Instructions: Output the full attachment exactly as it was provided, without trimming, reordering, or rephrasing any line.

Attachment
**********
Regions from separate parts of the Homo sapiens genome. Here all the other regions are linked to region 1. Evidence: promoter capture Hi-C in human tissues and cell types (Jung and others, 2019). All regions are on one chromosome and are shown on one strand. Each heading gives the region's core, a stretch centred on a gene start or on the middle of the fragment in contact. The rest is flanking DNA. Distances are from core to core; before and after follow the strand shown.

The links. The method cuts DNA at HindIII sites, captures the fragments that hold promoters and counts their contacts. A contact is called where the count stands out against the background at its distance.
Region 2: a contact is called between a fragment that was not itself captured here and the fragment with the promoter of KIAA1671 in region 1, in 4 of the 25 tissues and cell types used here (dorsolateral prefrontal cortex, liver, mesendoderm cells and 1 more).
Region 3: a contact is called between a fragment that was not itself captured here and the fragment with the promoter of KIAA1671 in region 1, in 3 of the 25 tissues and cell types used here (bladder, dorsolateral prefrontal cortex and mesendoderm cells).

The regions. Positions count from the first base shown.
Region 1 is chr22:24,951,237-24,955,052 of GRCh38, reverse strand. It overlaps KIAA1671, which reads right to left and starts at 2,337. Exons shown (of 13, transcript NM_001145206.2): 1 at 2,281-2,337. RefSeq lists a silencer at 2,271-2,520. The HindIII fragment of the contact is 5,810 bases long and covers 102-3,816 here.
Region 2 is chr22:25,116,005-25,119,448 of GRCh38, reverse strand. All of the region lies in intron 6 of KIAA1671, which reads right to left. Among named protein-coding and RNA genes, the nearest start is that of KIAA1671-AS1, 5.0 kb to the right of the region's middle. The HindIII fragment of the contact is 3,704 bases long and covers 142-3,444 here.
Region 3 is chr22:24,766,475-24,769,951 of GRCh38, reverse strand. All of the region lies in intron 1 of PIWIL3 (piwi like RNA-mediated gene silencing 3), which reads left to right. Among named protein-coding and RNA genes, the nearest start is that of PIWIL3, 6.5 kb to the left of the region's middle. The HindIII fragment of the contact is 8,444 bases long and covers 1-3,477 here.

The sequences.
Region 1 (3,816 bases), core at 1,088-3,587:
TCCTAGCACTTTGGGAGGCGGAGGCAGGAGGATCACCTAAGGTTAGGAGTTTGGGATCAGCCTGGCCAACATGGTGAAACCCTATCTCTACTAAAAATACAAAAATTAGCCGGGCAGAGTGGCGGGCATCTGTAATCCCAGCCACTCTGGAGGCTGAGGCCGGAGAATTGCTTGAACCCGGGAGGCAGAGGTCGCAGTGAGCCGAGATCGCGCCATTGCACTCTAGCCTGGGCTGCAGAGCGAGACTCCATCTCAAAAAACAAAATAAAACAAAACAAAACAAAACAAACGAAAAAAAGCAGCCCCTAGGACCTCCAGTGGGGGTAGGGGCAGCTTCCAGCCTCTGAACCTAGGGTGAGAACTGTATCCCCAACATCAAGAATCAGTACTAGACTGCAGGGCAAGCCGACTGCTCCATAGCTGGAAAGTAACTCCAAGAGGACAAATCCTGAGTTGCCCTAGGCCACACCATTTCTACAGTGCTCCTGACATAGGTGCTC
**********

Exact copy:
Regions from separate parts of the Homo sapiens genome. Here all the other regions are linked to region 1. Evidence: promoter capture Hi-C in human tissues and cell types (Jung and others, 2019). All regions are on one chromosome and are shown on one strand. Each heading gives the region's core, a stretch centred on a gene start or on the middle of the fragment in contact. The rest is flanking DNA. Distances are from core to core; before and after follow the strand shown.

The links. The method cuts DNA at HindIII sites, captures the fragments that hold promoters and counts their contacts. A contact is called where the count stands out against the background at its distance.
Region 2: a contact is called between a fragment that was not itself captured here and the fragment with the promoter of KIAA1671 in region 1, in 4 of the 25 tissues and cell types used here (dorsolateral prefrontal cortex, liver, mesendoderm cells and 1 more).
Region 3: a contact is called between a fragment that was not itself captured here and the fragment with the promoter of KIAA1671 in region 1, in 3 of the 25 tissues and cell types used here (bladder, dorsolateral prefrontal cortex and mesendoderm cells).

The regions. Positions count from the first base shown.
Region 1 is chr22:24,951,237-24,955,052 of GRCh38, reverse strand. It overlaps KIAA1671, which reads right to left and starts at 2,337. Exons shown (of 13, transcript NM_001145206.2): 1 at 2,281-2,337. RefSeq lists a silencer at 2,271-2,520. The HindIII fragment of the contact is 5,810 bases long and covers 102-3,816 here.
Region 2 is chr22:25,116,005-25,119,448 of GRCh38, reverse strand. All of the region lies in intron 6 of KIAA1671, which reads right to left. Among named protein-coding and RNA genes, the nearest start is that of KIAA1671-AS1, 5.0 kb to the right of the region's middle. The HindIII fragment of the contact is 3,704 bases long and covers 142-3,444 here.
Region 3 is chr22:24,766,475-24,769,951 of GRCh38, reverse strand. All of the region lies in intron 1 of PIWIL3 (piwi like RNA-mediated gene silencing 3), which reads left to right. Among named protein-coding and RNA genes, the nearest start is that of PIWIL3, 6.5 kb to the left of the region's middle. The HindIII fragment of the contact is 8,444 bases long and covers 1-3,477 here.

The sequences.
Region 1 (3,816 bases), core at 1,088-3,587:
TCCTAGCACTTTGGGAGGCGGAGGCAGGAGGATCACCTAAGGTTAGGAGTTTGGGATCAGCCTGGCCAACATGGTGAAACCCTATCTCTACTAAAAATACAAAAATTAGCCGGGCAGAGTGGCGGGCATCTGTAATCCCAGCCACTCTGGAGGCTGAGGCCGGAGAATTGCTTGAACCCGGGAGGCAGAGGTCGCAGTGAGCCGAGATCGCGCCATTGCACTCTAGCCTGGGCTGCAGAGCGAGACTCCATCTCAAAAAACAAAATAAAACAAAACAAAACAAAACAAACGAAAAAAAGCAGCCCCTAGGACCTCCAGTGGGGGTAGGGGCAGCTTCCAGCCTCTGAACCTAGGGTGAGAACTGTATCCCCAACATCAAGAATCAGTACTAGACTGCAGGGCAAGCCGACTGCTCCATAGCTGGAAAGTAACTCCAAGAGGACAAATCCTGAGTTGCCCTAGGCCACACCATTTCTACAGTGCTCCTGACATAGGTGCTC